Educate and protect yourself against West Nile Virus

Oakland County Health Division (OCHD), under the leadership of L. Brooks Patterson, is urging individuals to take precautions to minimize mosquito exposure and protect themselves from West Nile Virus (WNV) after the virus was identified in a bird in Oakland County.

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According to the Michigan Department of Community Health, this is the first species testing positive for WNV in Oakland County. As of August 15, 2014, there are no human cases of WNV in the state of Michigan or Oakland County.

“As the end of summer approaches, mosquitoes are older and more likely to carry WNV. We stress prevention to avoid mosquito bites when attending picnics, concerts, fairs and other outdoor activities,” said Kathy Forzley, OCHD manager / health officer. “The last weeks of summer are a great time to enjoy the outdoors, but we want residents to remember to take some simple precautions to prevent West Nile Virus.”

Follow these prevention measures to reduce the mosquito population and the risk of mosquito borne disease:

  • Use insect repellent that contains DEET, picaridin, oil of lemon eucalyptus, or other EPA- approved active ingredient to skin or clothing following manufacturer’s instructions.
  • Avoid shaded and wooded areas where mosquitoes may be present.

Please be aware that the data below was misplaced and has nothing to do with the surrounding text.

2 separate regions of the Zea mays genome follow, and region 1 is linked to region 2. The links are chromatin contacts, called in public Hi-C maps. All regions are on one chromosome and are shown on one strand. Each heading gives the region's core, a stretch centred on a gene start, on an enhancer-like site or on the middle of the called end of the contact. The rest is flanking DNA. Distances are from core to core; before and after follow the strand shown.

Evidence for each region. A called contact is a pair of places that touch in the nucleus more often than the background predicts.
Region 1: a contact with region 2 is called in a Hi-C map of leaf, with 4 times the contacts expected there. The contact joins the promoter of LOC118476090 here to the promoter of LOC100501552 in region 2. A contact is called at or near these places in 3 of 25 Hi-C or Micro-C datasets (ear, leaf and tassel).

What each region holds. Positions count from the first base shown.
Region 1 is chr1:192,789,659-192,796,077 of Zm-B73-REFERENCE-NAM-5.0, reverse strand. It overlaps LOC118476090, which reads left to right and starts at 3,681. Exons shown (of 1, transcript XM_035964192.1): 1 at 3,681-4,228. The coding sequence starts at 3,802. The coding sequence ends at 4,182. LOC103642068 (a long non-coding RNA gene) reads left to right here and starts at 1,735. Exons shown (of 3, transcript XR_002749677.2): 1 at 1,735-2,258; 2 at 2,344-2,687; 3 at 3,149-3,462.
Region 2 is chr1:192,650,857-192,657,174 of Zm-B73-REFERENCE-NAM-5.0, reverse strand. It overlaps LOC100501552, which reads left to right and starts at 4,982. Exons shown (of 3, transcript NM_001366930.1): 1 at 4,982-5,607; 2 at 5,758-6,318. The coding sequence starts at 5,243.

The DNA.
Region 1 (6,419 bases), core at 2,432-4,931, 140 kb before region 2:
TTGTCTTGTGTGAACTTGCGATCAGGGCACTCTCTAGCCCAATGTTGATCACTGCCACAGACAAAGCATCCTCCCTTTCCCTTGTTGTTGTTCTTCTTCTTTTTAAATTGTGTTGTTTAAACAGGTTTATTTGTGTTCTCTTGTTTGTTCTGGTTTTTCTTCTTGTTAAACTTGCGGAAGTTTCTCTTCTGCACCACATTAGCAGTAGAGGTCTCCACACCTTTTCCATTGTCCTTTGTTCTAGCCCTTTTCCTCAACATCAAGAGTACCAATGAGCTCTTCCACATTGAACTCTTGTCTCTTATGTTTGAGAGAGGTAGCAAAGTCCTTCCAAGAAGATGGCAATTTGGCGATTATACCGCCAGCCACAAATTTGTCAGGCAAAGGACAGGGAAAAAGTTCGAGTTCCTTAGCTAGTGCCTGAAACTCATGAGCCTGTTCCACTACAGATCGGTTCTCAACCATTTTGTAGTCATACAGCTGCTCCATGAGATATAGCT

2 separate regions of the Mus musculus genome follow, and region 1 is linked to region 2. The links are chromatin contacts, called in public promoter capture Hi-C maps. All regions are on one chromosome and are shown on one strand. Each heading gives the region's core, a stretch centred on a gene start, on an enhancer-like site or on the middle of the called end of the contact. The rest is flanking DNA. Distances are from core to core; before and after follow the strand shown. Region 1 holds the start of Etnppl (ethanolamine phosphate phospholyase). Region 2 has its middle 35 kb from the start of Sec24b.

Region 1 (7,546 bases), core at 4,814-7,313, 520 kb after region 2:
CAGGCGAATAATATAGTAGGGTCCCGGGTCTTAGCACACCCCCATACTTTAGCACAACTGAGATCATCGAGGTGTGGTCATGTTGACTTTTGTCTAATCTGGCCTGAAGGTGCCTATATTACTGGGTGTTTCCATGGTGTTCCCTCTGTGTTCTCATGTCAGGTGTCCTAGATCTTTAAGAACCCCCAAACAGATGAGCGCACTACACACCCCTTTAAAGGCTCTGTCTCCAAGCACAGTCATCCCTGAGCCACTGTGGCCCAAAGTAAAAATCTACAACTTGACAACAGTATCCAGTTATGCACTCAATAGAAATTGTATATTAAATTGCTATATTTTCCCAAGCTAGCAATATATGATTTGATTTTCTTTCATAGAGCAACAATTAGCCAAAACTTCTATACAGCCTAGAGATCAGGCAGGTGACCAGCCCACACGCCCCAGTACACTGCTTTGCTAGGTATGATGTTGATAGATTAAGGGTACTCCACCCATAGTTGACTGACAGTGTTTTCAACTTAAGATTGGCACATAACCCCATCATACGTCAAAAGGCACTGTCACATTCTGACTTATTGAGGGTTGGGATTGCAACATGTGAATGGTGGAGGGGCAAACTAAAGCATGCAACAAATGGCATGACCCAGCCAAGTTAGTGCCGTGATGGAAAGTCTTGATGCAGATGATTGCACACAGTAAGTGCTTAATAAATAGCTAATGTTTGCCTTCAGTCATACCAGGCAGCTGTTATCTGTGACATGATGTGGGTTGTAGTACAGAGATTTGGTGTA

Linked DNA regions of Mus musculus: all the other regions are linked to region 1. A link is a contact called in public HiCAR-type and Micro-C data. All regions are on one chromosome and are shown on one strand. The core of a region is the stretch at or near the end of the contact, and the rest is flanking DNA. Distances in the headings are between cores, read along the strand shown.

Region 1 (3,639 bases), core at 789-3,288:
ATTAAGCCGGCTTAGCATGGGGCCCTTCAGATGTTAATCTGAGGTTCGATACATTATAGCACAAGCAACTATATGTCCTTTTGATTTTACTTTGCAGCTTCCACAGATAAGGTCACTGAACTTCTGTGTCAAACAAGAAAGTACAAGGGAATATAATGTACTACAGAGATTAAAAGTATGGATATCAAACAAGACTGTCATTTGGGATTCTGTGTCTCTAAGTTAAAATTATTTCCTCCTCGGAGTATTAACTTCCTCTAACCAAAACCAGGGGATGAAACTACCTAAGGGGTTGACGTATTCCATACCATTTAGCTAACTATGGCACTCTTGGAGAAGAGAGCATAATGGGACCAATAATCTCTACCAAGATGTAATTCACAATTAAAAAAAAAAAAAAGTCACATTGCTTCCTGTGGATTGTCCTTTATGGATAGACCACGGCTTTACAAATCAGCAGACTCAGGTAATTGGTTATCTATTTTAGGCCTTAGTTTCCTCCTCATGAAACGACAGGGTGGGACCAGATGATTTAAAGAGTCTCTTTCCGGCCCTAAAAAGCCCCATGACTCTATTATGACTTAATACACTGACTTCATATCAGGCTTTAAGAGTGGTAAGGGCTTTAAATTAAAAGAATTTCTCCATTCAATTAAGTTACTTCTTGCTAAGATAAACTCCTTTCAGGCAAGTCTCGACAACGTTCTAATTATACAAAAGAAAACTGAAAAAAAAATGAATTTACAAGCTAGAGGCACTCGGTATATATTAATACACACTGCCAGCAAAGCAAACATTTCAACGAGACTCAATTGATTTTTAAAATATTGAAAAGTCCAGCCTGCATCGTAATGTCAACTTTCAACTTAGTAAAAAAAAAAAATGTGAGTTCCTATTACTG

• Wear long-sleeved shirts, long pants, socks, and shoes when outdoors.
  • Limit outdoor activity between dusk and dawn when mosquitoes are most active.
  • Maintain window and door screens to keep mosquitoes outside.
  • Eliminate mosquito breeding sites around your home. Empty standing water from flower pots, pet bowls, clogged rain gutters, swimming pool covers, old tires, buckets, barrels, cans and similar items where mosquitoes can lay eggs.

Mosquitoes can be infected with WNV or other mosquito borne diseases by biting a bird that carries the virus. The virus can then spread to humans through the bite of the infected mosquito. Most people infected with WNV or other mosquito borne diseases have either no symptoms or experience a mild illness such as fever, headache, and body aches. However, in some individuals, mostly the elderly, a much more serious disease affecting the brain tissue can develop.

Find more information by visiting or find Public Health Oakland on Facebook and Twitter @publichealthOC.

About Sarah Hovis

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